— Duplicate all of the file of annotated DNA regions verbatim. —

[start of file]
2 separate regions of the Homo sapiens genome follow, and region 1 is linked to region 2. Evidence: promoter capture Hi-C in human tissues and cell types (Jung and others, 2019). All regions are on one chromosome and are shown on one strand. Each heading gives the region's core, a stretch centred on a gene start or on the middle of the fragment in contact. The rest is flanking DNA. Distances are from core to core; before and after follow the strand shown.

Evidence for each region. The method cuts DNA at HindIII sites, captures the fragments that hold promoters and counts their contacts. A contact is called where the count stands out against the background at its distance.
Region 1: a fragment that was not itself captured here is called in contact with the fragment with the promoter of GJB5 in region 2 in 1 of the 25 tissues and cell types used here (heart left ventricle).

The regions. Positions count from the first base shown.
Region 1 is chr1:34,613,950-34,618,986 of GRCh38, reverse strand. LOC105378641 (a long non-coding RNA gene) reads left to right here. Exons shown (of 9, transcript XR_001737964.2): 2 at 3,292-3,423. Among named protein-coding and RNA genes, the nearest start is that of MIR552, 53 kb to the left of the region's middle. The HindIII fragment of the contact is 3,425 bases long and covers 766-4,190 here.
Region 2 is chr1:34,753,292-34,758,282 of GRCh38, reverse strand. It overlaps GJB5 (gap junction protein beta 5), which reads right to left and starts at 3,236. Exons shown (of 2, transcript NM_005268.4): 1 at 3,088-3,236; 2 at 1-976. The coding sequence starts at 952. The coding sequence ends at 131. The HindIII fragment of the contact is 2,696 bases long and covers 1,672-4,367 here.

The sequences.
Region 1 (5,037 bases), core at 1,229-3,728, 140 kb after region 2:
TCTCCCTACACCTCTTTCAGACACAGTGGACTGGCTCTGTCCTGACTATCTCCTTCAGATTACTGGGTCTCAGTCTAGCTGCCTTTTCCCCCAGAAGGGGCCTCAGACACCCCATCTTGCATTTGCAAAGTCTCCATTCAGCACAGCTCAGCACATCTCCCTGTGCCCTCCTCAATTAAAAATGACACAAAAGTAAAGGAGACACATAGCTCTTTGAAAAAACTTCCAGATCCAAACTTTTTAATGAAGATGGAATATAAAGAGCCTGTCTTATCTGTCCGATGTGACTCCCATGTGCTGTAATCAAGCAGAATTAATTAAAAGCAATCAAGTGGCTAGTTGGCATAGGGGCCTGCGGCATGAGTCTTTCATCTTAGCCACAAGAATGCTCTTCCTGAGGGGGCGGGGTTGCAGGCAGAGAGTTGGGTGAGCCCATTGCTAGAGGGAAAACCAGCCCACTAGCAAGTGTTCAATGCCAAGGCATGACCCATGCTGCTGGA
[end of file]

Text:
2 separate regions of the Homo sapiens genome follow, and region 1 is linked to region 2. Evidence: promoter capture Hi-C in human tissues and cell types (Jung and others, 2019). All regions are on one chromosome and are shown on one strand. Each heading gives the region's core, a stretch centred on a gene start or on the middle of the fragment in contact. The rest is flanking DNA. Distances are from core to core; before and after follow the strand shown.

Evidence for each region. The method cuts DNA at HindIII sites, captures the fragments that hold promoters and counts their contacts. A contact is called where the count stands out against the background at its distance.
Region 1: a fragment that was not itself captured here is called in contact with the fragment with the promoter of GJB5 in region 2 in 1 of the 25 tissues and cell types used here (heart left ventricle).

The regions. Positions count from the first base shown.
Region 1 is chr1:34,613,950-34,618,986 of GRCh38, reverse strand. LOC105378641 (a long non-coding RNA gene) reads left to right here. Exons shown (of 9, transcript XR_001737964.2): 2 at 3,292-3,423. Among named protein-coding and RNA genes, the nearest start is that of MIR552, 53 kb to the left of the region's middle. The HindIII fragment of the contact is 3,425 bases long and covers 766-4,190 here.
Region 2 is chr1:34,753,292-34,758,282 of GRCh38, reverse strand. It overlaps GJB5 (gap junction protein beta 5), which reads right to left and starts at 3,236. Exons shown (of 2, transcript NM_005268.4): 1 at 3,088-3,236; 2 at 1-976. The coding sequence starts at 952. The coding sequence ends at 131. The HindIII fragment of the contact is 2,696 bases long and covers 1,672-4,367 here.

The sequences.
Region 1 (5,037 bases), core at 1,229-3,728, 140 kb after region 2:
TCTCCCTACACCTCTTTCAGACACAGTGGACTGGCTCTGTCCTGACTATCTCCTTCAGATTACTGGGTCTCAGTCTAGCTGCCTTTTCCCCCAGAAGGGGCCTCAGACACCCCATCTTGCATTTGCAAAGTCTCCATTCAGCACAGCTCAGCACATCTCCCTGTGCCCTCCTCAATTAAAAATGACACAAAAGTAAAGGAGACACATAGCTCTTTGAAAAAACTTCCAGATCCAAACTTTTTAATGAAGATGGAATATAAAGAGCCTGTCTTATCTGTCCGATGTGACTCCCATGTGCTGTAATCAAGCAGAATTAATTAAAAGCAATCAAGTGGCTAGTTGGCATAGGGGCCTGCGGCATGAGTCTTTCATCTTAGCCACAAGAATGCTCTTCCTGAGGGGGCGGGGTTGCAGGCAGAGAGTTGGGTGAGCCCATTGCTAGAGGGAAAACCAGCCCACTAGCAAGTGTTCAATGCCAAGGCATGACCCATGCTGCTGGA